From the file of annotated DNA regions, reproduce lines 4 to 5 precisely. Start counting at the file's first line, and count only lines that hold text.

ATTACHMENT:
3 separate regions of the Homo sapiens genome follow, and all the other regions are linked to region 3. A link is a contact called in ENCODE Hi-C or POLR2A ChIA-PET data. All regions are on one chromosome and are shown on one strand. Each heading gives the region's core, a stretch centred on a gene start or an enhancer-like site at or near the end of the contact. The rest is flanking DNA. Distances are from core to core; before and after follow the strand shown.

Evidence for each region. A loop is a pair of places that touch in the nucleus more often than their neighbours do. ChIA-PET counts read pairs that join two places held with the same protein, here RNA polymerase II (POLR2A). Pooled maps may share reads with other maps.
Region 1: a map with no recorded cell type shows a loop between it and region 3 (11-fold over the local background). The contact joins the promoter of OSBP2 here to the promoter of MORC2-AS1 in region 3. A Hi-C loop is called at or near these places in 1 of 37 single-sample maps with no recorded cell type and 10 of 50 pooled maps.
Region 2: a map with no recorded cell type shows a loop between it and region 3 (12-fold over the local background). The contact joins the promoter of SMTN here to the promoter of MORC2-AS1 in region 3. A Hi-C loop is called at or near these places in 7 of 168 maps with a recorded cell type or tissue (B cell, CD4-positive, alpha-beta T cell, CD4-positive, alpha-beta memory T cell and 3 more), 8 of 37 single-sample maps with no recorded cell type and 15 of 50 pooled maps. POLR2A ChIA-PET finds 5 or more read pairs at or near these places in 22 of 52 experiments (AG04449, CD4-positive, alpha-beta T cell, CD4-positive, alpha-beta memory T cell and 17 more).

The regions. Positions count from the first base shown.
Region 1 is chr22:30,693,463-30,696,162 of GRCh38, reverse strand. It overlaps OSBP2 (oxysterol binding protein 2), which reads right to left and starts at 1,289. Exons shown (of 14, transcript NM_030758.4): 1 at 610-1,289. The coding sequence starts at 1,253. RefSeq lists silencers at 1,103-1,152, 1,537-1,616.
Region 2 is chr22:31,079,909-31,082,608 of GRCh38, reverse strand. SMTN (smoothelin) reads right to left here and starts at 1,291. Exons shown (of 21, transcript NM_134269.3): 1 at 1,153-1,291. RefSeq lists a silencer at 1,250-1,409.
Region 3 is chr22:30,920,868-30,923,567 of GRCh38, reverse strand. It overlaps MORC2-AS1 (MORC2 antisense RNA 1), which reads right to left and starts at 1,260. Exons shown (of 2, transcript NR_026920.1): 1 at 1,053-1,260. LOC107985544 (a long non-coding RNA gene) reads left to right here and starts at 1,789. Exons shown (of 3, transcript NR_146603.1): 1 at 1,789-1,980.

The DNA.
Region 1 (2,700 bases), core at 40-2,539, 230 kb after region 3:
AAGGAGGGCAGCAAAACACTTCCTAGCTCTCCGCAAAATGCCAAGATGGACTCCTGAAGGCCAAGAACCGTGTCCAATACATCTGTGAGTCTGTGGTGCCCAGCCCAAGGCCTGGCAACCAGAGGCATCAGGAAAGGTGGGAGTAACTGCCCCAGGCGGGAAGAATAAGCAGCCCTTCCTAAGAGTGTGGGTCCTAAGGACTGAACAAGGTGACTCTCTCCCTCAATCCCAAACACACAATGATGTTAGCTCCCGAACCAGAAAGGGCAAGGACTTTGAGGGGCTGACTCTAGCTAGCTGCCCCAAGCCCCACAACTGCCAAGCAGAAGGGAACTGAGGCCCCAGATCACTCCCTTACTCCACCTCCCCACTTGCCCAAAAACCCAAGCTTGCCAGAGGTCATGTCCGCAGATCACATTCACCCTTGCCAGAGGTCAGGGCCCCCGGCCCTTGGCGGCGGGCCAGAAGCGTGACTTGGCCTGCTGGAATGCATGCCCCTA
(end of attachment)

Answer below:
Region 2: a map with no recorded cell type shows a loop between it and region 3 (12-fold over the local background). The contact joins the promoter of SMTN here to the promoter of MORC2-AS1 in region 3. A Hi-C loop is called at or near these places in 7 of 168 maps with a recorded cell type or tissue (B cell, CD4-positive, alpha-beta T cell, CD4-positive, alpha-beta memory T cell and 3 more), 8 of 37 single-sample maps with no recorded cell type and 15 of 50 pooled maps. POLR2A ChIA-PET finds 5 or more read pairs at or near these places in 22 of 52 experiments (AG04449, CD4-positive, alpha-beta T cell, CD4-positive, alpha-beta memory T cell and 17 more).

The regions. Positions count from the first base shown.